Cellular telephony has one advantage over Tellywood – it already has complete control. This control is sustained by the complexity and fragility of cellular protocols. Cellular phones are devices built for a very specific purpose and all the design decisions are locked into silicon. This is the norm for consumer electronics – design the product for a purpose and then replace it with a new model rather than upgrading.
The devices are typically assemblages of standard parts connected using standard protocols. Because the form is the mechanical aspects make it difficult for individuals to build ones themselves. In the case of the cell phone there's the additional protection of the Regulatorium – the rules that require that the device be certified and make mucking with the phone illegal.
A cell phone consists of software as well as hardware components. In a standard cell phone these components are embedded in the device so there is little distinction between hardware and software capabilities though, increasingly, the devices can be upgraded to fix problems. Verizon suggests dialing *228 to update your cell phone on a regular bases. (YAA – why don't they do this automatically or at least offer to?)
My first PDA phone was a Handspring Visor – the “phone” was an add-on component separate from the phone itself but did communicate with main computer so it could dial and change settings. The division between the computer and the “phone” obvious. When I had a 1xRTT PCMCIA card from Sierra Wireless I was able to plug it into my PC or my PDA and place calls but I had to use a separate jack for a voice call. The successor EVDO card doesn't even support voice at all.
For PDA phones like the Treo and the Pocket PC Smartphones the division is less obvious. It's hard to figure out what is going on because I am not the customer for the Bluetooth stacks. They are sold to companies building embedded system which want to add Bluetooth capabilities. The APIs are typically above the level of the profiles. That said I'm assuming there is a way for a user to supply a profile because they are layered and there is access to the lower layer. For now this issue is open. (YAA – I really want to get to the native location capabilities also even if they don't provide high resolution GPS information) (YAA – one reason for wanting to have Wi-Fi available is that I can scout nearby access points to guess where I am)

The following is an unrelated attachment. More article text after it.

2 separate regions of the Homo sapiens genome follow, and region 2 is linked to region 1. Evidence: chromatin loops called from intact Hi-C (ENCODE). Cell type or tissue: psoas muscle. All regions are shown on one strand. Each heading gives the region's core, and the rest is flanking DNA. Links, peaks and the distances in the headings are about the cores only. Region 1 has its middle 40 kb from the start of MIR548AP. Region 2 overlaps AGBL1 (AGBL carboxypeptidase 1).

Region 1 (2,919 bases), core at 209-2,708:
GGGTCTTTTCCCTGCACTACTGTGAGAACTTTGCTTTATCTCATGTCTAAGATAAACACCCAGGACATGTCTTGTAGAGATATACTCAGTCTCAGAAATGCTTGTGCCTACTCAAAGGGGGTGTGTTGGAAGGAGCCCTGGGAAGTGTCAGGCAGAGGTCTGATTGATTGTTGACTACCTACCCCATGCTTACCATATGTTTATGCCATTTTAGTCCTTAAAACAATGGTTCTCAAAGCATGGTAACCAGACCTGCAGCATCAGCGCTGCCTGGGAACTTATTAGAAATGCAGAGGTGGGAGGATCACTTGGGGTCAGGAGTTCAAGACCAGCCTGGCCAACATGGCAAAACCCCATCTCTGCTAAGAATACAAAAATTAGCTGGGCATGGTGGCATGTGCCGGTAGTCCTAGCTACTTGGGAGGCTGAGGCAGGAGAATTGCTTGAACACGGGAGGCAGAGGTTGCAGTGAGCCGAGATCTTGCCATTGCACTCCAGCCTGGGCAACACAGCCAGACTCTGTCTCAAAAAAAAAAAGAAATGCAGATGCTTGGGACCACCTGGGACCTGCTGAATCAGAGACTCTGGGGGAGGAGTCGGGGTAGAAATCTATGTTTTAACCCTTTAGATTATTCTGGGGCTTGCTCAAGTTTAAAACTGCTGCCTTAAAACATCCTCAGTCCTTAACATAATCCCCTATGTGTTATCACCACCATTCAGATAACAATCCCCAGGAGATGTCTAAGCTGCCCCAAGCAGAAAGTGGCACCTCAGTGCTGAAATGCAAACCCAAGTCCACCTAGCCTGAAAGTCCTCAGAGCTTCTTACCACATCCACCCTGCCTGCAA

These “Smartphones' (SPs) are somewhat open already. For example, I can just drop a Window's WAV (sound file) into the \Windows\Ringtones directory and use it. When the phone is connected to the PC it shows up in the Windows file explorer on my desktop and I can just copy the file over. I plan to write more about the relationship between the PC and these devices and the problems and limitations but from the point of view of a phone carrier they are already quite open – maybe too open. I can just use Skype to make phone calls and not use their voice services at all.
More telling is that the picture messaging and other services are typically not available but since, underneath, it's done by email I can do it myself. I don't need to figure out Verizon's wireless “sync” because I can just query the POP server on my desktop from the phone. I can even implement my own “push” using SMS and trapping the SMS message in my own software. Push to talk can be done in the same way. In fact, if I implement it myself I can do far better and implement various group Ptt (Push to talk, not Postal Telephone Telegraph!) implementations using the packet data path.
Once I start thinking about it there's so much I can do with a connected computing device. The only mystery is why more people aren't doing such projects. Personally I'm partial to Microsoft's Compact Framework because it makes it easy. There are other programming tools but many are typically sold to corporate developers with slow programming a tool of discovery.